Card Access Relies On Keycards, Normally Flat And Rectangular-Shaped Pieces Of Plastic, That Are Presented To A Card Reader. Access Control Card Readers Are Used In Physical Security Systems To Read A Credential That Allows Access Through Controlled Points, Often A Locked Door.
Access control readers offered by Vertex Security are classified by functions they are able to perform and by identification technology. Types include a magnetic stripe, bar code, smart card, and proximity cards.
Magnetic stripe technology uses a stripe of magnetic oxide tape laminated on a keycard card. Three tracks of data, which can be encoded in any format, are on the magnetic stripe. Mag-stripe cards, as they are called, are inexpensive and easy to program and use. On the down side, the technology is susceptible to misreads, card wear, data corruption, and copying.
Barcode technology uses a series of alternating dark and light stripes that are read by an optical scanner. The organization and width of the lines is determined by the bar code protocol chosen.
Bar codes are inexpensive and easy to generate, but this also makes them susceptible to fraud, and smudges and dirt may cause problems with the reader.
Smart cards come in two types: contact and contactless. Both have an embedded microprocessor and memory that can handle multiple application and allow the smart card to work as a cash card, a pre-paid membership card, and an access control card.
The difference between contact and contactless smart cards is how their microprocessors communicate. A contact smart card has eight contacts that must physically touch the right points on the card reader, which makes them slow and undesirable for most access control purposes, which require speed of transaction.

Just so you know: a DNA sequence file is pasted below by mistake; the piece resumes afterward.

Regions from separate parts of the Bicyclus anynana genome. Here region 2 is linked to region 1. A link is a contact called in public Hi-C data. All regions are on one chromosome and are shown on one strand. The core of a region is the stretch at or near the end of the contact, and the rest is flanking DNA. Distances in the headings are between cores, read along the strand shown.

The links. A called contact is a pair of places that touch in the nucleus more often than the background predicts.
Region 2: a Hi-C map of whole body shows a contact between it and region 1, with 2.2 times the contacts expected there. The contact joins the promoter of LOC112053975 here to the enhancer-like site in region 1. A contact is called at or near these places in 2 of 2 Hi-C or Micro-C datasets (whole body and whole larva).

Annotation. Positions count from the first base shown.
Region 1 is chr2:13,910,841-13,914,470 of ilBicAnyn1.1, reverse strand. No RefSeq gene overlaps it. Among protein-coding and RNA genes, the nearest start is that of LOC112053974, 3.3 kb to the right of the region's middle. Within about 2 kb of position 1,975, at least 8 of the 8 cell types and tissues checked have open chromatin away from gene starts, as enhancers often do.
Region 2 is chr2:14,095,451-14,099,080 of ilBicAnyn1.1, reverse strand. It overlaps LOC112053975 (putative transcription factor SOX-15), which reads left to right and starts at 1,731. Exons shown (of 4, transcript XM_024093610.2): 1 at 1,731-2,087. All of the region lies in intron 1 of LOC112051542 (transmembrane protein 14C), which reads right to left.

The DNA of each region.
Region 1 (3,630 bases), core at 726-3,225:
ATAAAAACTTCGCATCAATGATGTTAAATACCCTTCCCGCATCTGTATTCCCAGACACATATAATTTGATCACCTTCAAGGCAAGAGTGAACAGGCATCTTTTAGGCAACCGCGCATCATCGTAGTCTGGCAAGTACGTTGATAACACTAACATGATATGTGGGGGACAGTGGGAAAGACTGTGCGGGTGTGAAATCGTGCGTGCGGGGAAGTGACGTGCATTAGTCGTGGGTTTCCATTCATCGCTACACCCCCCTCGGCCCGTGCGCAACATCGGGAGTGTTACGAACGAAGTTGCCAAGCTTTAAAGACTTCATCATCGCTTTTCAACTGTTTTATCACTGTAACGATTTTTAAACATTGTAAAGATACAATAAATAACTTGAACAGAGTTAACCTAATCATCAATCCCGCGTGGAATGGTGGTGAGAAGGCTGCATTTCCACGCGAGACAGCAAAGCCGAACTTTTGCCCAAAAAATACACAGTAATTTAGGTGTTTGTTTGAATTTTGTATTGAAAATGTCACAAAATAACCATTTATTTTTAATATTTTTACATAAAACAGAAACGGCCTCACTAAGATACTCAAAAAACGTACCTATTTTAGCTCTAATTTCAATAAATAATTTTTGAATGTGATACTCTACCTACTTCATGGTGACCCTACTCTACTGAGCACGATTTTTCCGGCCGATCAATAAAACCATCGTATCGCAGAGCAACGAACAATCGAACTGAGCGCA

A contactless smart card uses the same radio-based technology as the proximity card but with a higher frequency that allows for transfer of more data and communication with several cards at a time. Contactless cards do not have to touch the reader and remain in a wallet or purse, which makes them a better choice for access control systems. The cards usually do not use the available memory for access control, which frees the memory for uses like biometrics data.
Many companies use proximity cards to control physical access. In this system, an employee holds a card within a few inches of the reader; the reader receives a unique ID from the card and transmits it to a central computer that commands whether or not to open the door. A primary reason for the popularity of proximity cards is the convenience of their touch-less functionality.
One drawback to proximity cards is the increasing number of cards manufactured with no governing body to control card numbers and facility codes, key parts of their operating format. Different manufacturers could supply cards with identical facility codes and control numbers to different organizations, which causes a problem of duplicates.